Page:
Private companies in Kuwait join forces to promote Women’s Empowerment Principles
Date: Tuesday, August 6, 2019
Representatives from the private sector in Kuwait joined an orientation workshop on the Women’s Empowerment Principles (WEPs), a platform to mobilize business action to advance gender equality and women’s empowerment at the workplace, marketplace and communities.
The training was organized on 25 and 26 June as part of the project “Support to the State of Kuwait in the implementation of SDG 5 on Gender Equality”, which is implemented by the Women’s Research and Studies Centre (WRSC) of Kuwait University, in partnership with the General Secretariat of the Supreme Council for Planning and Development, UN Women Regional Office for the Arab States (ROAS) and UNDP Kuwait.
The workshop was attended by selected staff from private sector companies that are signatories of the WEPs or are in the process of becoming signatories, including: ACICO, AMIDEAST, Limak Holding, HSBC Kuwait, Nasser & Nashie Construction (NNUC), KIPCO, Kuwait London Company (KLC) and the Women Mentor Forum (WMF).
The workshop aimed at equipping the participants with the know-how and the skills to develop company implementation plans to advance gender equality and women’s empowerment and raise awareness of the business case for women’s equal participation in the economy. In addition, the participants were encouraged to become WEPs advocates and promote women’s economic empowerment through private sector engagement in Kuwait.
At the opening of the workshop, Ms. Yllka Gerdovci Cancel, Women's Economic Empowerment Specialist at UN Women ROAS, highlighted the importance of engaging the private sector in the advancement of gender equality. "Empowering women to participate fully in economic life is essential to building stronger economies and improving the quality of life for both women and men, and the private sector has a critical role to play to make that happen.”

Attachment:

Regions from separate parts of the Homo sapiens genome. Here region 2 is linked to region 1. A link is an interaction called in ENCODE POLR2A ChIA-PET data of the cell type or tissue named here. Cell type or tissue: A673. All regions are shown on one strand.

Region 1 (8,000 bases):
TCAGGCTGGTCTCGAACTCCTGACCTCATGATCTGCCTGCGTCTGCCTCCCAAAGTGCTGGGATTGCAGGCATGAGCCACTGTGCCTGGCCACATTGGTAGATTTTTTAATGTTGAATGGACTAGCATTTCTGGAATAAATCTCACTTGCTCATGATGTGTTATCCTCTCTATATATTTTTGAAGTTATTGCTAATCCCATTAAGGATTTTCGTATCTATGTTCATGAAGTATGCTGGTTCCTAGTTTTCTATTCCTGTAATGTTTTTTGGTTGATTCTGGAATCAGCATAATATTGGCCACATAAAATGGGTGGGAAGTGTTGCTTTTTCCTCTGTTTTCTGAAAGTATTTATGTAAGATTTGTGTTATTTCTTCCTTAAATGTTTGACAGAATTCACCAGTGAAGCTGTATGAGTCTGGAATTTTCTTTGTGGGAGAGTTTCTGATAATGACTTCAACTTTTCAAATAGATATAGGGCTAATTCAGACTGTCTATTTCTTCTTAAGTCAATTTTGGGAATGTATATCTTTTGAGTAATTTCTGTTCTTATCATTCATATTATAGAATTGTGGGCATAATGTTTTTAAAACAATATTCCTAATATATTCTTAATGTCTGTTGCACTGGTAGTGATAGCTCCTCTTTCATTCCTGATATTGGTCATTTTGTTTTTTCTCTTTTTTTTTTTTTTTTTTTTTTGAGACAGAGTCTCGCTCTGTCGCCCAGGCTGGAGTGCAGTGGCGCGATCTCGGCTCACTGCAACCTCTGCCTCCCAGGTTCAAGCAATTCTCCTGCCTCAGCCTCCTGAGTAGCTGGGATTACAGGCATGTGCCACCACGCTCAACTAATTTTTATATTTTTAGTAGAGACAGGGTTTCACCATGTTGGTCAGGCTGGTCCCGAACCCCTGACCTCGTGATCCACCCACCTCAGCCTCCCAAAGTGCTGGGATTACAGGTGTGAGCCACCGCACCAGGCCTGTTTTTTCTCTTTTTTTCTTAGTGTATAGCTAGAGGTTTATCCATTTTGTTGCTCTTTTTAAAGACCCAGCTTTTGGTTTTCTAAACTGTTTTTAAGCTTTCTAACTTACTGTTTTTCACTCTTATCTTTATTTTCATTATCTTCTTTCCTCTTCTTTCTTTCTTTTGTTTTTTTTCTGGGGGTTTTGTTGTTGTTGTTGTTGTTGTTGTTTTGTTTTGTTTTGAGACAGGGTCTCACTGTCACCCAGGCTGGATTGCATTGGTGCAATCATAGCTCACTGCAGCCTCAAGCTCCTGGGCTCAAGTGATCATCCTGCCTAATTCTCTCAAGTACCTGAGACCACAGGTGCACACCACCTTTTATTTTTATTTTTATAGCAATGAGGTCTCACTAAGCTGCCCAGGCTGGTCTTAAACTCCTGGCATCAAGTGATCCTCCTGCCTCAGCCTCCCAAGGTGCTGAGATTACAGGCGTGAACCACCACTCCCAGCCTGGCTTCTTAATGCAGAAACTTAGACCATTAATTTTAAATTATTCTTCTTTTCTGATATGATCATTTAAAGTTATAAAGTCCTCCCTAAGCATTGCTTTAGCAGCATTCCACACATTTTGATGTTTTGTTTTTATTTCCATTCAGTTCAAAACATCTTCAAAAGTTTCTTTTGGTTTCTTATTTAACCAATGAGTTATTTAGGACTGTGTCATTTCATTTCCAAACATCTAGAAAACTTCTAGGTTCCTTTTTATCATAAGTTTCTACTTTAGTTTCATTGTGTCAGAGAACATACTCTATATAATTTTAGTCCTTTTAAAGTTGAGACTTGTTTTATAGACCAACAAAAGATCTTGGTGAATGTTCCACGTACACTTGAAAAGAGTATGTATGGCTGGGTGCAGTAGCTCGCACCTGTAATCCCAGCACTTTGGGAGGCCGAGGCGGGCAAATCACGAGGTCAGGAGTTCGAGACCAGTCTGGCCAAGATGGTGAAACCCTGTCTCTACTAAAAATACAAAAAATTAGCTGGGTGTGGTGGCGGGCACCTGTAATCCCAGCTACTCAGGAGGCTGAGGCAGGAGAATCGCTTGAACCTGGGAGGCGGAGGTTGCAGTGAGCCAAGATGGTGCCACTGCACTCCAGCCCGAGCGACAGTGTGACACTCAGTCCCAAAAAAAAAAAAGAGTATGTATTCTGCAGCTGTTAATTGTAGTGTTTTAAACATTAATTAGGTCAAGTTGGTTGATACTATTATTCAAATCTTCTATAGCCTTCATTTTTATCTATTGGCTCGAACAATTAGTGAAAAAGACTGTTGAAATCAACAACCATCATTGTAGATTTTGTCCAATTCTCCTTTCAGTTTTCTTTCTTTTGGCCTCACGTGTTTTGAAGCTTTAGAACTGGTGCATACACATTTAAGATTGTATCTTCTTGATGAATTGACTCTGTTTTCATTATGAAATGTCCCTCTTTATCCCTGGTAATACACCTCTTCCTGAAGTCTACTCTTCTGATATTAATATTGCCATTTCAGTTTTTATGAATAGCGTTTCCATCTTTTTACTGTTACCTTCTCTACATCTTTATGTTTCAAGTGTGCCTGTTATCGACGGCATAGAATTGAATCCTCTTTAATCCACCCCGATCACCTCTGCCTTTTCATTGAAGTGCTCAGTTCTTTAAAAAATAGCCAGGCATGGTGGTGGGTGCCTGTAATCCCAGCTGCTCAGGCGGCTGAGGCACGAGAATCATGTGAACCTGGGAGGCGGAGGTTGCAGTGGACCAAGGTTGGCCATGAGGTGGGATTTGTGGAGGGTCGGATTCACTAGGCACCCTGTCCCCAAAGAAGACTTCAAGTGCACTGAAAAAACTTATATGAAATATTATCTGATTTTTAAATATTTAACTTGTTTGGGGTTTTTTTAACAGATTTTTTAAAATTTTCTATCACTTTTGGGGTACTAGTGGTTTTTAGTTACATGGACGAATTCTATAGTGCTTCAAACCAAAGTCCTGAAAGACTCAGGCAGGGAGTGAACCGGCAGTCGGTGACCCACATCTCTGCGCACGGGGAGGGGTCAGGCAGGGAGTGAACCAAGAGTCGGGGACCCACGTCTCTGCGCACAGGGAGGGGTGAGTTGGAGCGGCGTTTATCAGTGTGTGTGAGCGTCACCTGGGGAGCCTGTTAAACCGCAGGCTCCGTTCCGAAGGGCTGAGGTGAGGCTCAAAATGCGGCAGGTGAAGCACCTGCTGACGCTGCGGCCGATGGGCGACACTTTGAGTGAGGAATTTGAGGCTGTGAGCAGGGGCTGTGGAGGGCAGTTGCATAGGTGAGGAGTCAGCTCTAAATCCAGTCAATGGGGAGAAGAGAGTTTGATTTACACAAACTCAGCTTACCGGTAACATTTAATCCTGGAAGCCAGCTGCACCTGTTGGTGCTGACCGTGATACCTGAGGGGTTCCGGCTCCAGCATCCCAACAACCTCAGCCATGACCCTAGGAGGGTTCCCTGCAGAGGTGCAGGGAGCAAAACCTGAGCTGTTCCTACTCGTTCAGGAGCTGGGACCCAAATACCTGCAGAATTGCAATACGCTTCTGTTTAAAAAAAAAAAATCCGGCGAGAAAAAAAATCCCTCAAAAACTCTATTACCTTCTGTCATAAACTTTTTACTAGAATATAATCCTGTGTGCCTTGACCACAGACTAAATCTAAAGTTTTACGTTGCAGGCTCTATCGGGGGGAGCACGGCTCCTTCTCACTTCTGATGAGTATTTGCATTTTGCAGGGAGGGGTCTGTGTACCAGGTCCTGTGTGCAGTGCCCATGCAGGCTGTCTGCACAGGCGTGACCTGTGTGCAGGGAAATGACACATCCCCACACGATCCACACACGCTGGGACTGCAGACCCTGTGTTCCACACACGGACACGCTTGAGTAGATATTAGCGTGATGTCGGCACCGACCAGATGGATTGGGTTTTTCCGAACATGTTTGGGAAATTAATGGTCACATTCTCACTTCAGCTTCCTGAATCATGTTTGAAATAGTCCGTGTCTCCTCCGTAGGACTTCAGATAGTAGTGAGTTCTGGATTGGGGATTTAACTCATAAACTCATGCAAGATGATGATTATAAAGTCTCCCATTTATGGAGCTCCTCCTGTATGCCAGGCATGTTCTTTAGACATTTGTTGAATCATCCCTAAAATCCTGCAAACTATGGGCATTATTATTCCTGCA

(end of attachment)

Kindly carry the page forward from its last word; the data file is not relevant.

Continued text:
One of the participants in the workshop, Ms. Sarah Al Kandari, Marketing Manager at KLC said “Our mission cannot be achieved without a diverse workforce that empowers women and treats everyone fairly and equally”. She added, “To retain and attract talented women, they need to feel secure and powerful in the organization”.
The workshop was designed to have an interactive nature and provided an opportunity to discuss in depth the 7 WE Principles and elaborate on gender equality issues nationally and globally. The participants were made aware of the facts and figures building the business case for women’s empowerment, were exposed to practical experience from their peers at the regional and global level as well as equipped with the tools and resources available to utilize in their planning and implementation of interventions to advance women in economy.
“It’s extremely important to empower women in the private sector regardless of the industry as it serves as a platform first and foremost to hone their skills, but also to showcase their capabilities/talents that would eventually facilitate their career progression,” said Ms. Noor Al Bahar, Global Banking and Markets Associate at HSBC Kuwait.
Mr. Abdulrahman Saab, Senior Marketing Officer at ACICO Group noted that “Empowering women will reflect positivity in our life and boost development across every aspect”.
Following the orientation workshop, UN Women experts provided customized support to private companies to develop their own workplans and align their strategies to the 7 WE Principles promoting the empowerment of women based on the needs and nature of their companies. A number of action points were agreed, and the communication bilaterally continues with private sector partners in Kuwait.
The state of Kuwait has set an example of leadership and zeal in promoting gender equality and women’s empowerment principles within the private sector. Over the past few years, Kuwait has been working closely with several UN agencies to achieve SDGs and make significant improvements in closing the gender gap in labour force participation. Kuwait believes that the path to equality for Kuwaiti women in the labour market runs through espousing WEPs.